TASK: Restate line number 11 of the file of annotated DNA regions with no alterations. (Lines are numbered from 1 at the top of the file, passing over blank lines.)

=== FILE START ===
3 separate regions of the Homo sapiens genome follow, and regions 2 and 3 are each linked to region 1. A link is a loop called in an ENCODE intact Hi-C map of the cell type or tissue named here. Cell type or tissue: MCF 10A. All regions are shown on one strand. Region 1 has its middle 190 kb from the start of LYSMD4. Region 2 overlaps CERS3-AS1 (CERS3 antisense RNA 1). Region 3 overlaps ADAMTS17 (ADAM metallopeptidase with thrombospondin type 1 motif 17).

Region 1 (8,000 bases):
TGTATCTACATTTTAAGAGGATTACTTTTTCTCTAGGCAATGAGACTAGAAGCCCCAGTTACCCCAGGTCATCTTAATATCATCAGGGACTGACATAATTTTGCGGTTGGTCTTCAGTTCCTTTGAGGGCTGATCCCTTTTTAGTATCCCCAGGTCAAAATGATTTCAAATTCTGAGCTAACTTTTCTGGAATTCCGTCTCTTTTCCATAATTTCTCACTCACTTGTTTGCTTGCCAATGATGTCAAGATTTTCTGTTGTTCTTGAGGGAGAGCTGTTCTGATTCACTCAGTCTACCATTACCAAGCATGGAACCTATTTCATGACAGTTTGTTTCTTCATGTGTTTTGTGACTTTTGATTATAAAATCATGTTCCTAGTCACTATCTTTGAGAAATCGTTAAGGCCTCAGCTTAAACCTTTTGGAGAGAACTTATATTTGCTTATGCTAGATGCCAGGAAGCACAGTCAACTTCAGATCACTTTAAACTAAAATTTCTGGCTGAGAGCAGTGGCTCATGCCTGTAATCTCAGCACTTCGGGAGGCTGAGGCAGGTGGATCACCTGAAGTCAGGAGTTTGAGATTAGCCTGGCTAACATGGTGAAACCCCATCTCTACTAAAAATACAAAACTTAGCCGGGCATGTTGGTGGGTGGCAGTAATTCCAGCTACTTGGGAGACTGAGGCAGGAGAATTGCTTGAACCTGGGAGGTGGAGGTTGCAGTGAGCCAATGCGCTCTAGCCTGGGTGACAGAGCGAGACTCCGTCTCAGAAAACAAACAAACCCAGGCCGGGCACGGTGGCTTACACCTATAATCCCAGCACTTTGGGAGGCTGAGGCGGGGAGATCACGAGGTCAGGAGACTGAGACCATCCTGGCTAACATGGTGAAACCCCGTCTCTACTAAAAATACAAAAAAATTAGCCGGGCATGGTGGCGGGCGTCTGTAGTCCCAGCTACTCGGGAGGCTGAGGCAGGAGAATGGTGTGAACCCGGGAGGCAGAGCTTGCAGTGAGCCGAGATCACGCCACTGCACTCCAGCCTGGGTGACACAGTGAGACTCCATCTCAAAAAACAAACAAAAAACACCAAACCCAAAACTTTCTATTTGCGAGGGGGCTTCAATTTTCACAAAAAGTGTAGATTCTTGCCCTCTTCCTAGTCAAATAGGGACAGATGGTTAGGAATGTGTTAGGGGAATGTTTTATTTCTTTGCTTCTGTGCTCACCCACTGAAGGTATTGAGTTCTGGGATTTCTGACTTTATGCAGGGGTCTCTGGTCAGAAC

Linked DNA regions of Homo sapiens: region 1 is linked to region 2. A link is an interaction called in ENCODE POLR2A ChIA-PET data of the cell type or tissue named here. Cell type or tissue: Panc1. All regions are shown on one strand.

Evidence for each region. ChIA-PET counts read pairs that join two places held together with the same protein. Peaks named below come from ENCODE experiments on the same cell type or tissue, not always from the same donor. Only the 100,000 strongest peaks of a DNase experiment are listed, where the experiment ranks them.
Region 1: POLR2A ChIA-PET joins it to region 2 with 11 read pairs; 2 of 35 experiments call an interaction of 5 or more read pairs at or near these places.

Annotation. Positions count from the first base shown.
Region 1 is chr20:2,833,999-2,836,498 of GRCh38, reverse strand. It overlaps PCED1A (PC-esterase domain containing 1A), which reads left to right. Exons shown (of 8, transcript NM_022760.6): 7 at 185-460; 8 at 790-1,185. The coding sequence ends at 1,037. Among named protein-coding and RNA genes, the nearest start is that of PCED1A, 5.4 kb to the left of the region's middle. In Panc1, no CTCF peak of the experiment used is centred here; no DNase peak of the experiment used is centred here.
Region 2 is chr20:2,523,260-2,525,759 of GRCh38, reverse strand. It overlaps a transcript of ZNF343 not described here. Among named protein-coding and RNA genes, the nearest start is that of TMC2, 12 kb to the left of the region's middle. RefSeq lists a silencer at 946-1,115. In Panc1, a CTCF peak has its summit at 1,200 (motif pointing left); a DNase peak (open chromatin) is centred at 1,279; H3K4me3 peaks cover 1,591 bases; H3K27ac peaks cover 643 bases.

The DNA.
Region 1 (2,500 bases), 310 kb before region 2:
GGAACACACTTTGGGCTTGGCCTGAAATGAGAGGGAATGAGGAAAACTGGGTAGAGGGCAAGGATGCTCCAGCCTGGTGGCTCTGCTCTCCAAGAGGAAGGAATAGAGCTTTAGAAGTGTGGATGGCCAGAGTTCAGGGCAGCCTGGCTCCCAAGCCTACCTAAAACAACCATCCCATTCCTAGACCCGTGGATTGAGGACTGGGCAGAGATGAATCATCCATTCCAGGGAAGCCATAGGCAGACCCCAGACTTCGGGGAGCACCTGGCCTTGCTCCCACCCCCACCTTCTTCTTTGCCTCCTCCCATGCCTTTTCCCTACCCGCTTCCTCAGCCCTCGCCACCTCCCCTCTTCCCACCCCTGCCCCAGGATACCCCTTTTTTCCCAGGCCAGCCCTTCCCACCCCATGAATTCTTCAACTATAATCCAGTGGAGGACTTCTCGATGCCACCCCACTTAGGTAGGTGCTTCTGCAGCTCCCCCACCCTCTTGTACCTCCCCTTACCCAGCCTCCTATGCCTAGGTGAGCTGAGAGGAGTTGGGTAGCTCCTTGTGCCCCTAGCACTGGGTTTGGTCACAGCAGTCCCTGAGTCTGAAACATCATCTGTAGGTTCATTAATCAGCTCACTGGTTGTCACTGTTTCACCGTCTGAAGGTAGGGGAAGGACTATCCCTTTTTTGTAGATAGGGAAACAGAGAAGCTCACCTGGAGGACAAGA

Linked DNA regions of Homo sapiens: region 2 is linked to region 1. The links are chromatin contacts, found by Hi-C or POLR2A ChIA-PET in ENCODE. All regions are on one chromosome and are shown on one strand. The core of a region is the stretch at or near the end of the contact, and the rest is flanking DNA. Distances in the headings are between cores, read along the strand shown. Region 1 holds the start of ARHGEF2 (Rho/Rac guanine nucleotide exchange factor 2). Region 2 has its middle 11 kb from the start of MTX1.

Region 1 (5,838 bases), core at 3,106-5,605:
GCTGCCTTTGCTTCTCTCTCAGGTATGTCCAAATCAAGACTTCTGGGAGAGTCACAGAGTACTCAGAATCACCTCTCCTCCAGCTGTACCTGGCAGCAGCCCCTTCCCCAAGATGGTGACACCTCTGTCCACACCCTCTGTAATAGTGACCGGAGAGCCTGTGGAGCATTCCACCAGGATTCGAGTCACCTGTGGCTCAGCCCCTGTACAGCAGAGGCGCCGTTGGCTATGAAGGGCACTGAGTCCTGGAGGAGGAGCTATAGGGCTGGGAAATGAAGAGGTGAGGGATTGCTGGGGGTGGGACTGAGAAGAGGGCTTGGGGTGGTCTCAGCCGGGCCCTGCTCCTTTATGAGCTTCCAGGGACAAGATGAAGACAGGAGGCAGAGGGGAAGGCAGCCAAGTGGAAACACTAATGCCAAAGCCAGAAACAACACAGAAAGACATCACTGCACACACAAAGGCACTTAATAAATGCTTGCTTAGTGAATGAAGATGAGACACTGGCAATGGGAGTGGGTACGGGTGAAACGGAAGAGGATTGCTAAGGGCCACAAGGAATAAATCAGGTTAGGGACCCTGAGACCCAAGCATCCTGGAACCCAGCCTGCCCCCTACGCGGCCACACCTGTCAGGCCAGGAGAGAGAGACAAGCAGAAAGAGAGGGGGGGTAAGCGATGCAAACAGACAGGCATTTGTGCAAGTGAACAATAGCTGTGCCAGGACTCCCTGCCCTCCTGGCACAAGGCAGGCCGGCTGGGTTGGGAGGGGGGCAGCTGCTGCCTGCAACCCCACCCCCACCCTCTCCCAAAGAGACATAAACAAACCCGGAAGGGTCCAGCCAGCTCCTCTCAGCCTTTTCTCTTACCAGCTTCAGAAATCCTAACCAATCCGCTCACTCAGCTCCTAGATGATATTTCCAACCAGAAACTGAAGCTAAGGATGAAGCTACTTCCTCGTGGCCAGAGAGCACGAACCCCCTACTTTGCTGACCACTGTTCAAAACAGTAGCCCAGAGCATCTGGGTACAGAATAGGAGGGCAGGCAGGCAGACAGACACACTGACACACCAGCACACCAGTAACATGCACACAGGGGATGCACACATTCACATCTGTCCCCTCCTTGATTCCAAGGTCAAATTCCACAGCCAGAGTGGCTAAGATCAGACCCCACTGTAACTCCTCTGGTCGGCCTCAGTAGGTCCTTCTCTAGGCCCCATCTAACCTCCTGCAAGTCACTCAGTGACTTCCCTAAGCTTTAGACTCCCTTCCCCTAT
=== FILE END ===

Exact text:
Region 1 (2,500 bases), 310 kb before region 2: